What is termed the Lord’s Prayer Matthew 6:9-13) shows us some specific areas for our prayers. The parallel passage is Luke 11:2-4. This is my translation and notes. The important part is to pray.
9 “So then pray like this, ‘Our Father who is in heaven, yours name is very holy.
[There are many fathers, but this father is God. It is the father in heaven. It has been said that the heathen have many gods that must be placated. So, those worshipers must live is a relative terror that one of the gods might be displeased. Christianity has one God. Utley writes: Father does not refer to sexual generation or chronological sequence, but the intimate personal relationships within a Jewish home. The OT background is Deuteronomy 32:6, Psalm 103:13, Isaiah 63:16, Malachi 2:10, and 3:17. This concept of God as Father was not a major theme in the OT nor in the rabbinical writings. It is astonishing that believers can call YHWH “Father” (cf. Romans 8:15) through their faith relationship with Jesus]!
10 “Yours kingdom come; yours will be done on earth as it is in heaven.
[God’s kingdom is coming. Jesus prays for it to come as an example for us. What kingdom do we wish for? This kingdom has a king, a worldview, a lifestyle, rules, and other kingdom character traits. All who worship Jesus want this kingdom, so we often pray for His kingdom to come (Revelation 220:20). Whose will is our priority? Jesus lived doing God’s will (Mark 14:36). Concerning the kingdom see Mark 3:35, 1 Thessalonians 4:3 (a standard of God’s kingdom), Psalm 40:8, 1 Thessalonians 5:18, Psalm 143:10, and Romans 14:17.
11 “Give us today our daily food.
[The word daily (G1967) could be translated necessary; see Proverbs 30:8 and Matthew 6:34. The idea is prayer for God to supply the food I need in order to live today. God is the one who ultimately is the provider. Utley writes: God wants His children to live by faith in Him daily. One OT example was that the manna was given daily (cf. Exodus 16:13-21). In the Middle East bread is baked early every day and either eaten or dried hard by nightfall. Today’s bread will not do for tomorrow].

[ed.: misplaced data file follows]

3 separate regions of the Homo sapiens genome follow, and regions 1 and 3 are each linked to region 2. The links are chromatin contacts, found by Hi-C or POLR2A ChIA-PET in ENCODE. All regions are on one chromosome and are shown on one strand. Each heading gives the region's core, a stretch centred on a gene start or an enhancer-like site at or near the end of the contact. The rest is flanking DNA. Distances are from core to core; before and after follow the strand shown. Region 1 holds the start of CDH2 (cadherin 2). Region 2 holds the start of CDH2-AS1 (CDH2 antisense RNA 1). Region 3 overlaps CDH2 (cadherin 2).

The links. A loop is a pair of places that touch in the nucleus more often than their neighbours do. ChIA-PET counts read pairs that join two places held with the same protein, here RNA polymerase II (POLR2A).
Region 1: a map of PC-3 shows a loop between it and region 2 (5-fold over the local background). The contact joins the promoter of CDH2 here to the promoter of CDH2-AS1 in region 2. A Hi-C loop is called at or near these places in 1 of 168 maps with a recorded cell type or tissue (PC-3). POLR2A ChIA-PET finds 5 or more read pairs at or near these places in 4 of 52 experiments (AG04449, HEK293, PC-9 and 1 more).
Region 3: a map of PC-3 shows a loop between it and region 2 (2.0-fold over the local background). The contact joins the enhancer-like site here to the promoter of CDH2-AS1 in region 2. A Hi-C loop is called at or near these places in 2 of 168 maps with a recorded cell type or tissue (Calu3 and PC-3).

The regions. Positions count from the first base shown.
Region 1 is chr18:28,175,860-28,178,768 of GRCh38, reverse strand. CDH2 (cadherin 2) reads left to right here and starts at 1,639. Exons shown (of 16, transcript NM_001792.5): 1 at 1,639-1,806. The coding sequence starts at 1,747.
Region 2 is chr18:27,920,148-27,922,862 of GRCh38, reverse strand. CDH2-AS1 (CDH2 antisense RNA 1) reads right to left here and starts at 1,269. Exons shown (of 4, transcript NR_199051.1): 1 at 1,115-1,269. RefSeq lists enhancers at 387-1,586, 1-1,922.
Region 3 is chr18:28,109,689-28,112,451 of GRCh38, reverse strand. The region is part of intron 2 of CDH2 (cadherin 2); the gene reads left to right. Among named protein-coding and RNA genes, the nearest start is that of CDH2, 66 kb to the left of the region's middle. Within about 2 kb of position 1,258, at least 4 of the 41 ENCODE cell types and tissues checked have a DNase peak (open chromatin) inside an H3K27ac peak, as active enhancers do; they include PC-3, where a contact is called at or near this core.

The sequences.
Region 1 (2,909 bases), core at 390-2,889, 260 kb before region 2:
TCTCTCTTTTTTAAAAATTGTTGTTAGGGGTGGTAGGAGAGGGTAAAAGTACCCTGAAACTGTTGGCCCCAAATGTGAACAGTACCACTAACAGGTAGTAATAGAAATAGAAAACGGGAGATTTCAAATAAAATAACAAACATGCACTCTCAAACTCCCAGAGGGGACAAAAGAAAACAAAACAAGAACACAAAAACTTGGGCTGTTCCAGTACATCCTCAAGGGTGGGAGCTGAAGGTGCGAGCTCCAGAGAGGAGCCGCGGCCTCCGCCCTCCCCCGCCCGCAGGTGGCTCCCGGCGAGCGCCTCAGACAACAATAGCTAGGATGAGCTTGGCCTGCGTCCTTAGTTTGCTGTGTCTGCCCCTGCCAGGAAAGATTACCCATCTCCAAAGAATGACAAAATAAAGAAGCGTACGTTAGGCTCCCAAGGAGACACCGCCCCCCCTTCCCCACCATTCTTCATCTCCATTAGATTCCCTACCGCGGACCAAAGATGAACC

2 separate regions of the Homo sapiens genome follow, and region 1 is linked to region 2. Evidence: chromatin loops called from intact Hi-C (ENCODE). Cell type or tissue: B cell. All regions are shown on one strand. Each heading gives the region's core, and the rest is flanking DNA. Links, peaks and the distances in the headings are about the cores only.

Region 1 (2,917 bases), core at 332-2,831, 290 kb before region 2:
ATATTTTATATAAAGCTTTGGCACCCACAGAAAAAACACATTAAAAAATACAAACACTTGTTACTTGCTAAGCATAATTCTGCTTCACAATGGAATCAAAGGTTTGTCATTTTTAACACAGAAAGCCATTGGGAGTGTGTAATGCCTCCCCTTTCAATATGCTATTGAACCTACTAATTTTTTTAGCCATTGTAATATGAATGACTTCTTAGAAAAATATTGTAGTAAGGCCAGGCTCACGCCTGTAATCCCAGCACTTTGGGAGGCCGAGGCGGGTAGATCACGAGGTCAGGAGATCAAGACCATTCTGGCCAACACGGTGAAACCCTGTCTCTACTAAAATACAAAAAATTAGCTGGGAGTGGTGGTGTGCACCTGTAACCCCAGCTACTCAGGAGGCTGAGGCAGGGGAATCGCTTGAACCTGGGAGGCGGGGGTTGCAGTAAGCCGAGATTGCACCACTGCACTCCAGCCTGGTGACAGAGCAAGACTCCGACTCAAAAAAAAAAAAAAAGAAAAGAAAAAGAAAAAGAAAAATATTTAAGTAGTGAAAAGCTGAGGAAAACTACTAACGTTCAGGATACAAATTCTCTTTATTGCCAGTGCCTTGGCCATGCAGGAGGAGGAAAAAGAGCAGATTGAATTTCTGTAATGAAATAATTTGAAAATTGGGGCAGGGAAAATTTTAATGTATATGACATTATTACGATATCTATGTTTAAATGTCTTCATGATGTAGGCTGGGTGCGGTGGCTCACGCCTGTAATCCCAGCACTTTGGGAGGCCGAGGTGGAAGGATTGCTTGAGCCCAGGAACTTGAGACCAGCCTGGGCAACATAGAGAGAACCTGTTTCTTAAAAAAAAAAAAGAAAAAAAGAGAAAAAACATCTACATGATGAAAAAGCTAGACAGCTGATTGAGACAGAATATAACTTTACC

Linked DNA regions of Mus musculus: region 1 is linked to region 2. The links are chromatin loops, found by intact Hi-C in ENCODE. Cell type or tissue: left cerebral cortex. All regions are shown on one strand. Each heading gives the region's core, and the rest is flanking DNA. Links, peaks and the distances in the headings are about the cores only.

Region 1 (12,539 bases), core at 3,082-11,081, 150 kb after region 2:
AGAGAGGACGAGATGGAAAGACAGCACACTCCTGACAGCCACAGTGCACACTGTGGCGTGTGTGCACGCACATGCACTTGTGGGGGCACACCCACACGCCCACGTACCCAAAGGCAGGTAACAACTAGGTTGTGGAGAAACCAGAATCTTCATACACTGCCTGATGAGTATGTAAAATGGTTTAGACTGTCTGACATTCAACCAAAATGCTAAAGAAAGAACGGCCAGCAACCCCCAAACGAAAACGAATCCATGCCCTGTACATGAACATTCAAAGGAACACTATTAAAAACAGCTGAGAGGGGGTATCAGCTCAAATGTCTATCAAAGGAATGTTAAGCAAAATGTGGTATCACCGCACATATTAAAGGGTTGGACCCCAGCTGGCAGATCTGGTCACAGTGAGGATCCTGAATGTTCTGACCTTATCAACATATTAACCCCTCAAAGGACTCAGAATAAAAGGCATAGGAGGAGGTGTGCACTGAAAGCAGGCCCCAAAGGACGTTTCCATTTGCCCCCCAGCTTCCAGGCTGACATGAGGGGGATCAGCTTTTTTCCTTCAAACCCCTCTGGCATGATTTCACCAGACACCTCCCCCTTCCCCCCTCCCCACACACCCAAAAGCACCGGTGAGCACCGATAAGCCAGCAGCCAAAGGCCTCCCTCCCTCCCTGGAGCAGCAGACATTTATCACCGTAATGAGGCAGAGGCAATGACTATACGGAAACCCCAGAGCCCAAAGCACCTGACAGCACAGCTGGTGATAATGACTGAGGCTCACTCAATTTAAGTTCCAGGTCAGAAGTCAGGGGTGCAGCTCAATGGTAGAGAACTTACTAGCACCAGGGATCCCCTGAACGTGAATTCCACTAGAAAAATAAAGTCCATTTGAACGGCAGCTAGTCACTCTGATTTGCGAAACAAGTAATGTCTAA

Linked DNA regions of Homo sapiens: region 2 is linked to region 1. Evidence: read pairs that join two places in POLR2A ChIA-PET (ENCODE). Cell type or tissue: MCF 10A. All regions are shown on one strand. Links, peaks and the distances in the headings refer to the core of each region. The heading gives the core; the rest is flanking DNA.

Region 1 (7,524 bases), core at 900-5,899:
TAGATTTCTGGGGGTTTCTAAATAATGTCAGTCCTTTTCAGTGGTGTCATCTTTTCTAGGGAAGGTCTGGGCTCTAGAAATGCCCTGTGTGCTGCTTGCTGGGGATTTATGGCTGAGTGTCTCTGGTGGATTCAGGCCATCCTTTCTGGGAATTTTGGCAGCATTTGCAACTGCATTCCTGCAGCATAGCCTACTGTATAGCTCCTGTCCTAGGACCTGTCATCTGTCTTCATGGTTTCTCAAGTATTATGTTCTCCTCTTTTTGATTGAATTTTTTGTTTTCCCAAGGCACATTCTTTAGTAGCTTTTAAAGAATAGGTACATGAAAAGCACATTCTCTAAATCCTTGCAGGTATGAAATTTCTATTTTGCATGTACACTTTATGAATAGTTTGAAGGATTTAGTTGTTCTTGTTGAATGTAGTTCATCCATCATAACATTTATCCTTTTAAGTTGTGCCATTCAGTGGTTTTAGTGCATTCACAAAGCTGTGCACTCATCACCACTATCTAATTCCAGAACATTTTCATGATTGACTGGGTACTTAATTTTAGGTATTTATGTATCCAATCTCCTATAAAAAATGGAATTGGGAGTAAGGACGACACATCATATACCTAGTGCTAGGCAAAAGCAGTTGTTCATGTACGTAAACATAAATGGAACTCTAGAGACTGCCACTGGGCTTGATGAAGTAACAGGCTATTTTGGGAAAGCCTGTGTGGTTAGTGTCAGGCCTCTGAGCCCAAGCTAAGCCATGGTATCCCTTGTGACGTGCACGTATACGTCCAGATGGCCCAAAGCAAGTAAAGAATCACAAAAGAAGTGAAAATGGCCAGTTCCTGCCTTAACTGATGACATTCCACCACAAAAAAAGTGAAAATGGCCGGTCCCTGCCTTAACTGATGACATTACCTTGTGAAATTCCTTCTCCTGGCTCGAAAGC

12 “Forgive us our debt [of sin], even as we forgive our debtors [of their sins].
[Sin is seen as effort and work that bring a paycheck. See Romans 6:23 and Romans 4:4. The verse could easily be translated “forgive us our sin, even as we forgive those who sin against us.” Compare Luke 7:47, so let us do as well].
13 “Don’t let us be brought into temptation, instead deliver us from the evil. For yourss is the kingdom, the authority, and the glory forever. Amen.’
[I translated this…brought into temptation, because it is subjective aorist. God never tempts anyone, nor is His testing of people evil. The word “but” was translated “instead” because the Greek word is ἀλλά, an adversative particle (Thayer). The word “evil” is an adjective. Many add the word “one” to the verse referring to the devil. It would be better to leave it as it is because there are many things that are evil, not just the devil. Today, we would speak it this way—instead, deliver us from the evil_____________. So, fill in the blank. Wilbur Pickering PhD writes: About 1% of the Greek manuscripts, of inferior quality, omit the last clause (as in NIV, [NASB], LB, TEV, etc.). The word power is overused. The Greek work for power in this verse is ἐξουσία exousía (G1849). It means (TDNTa):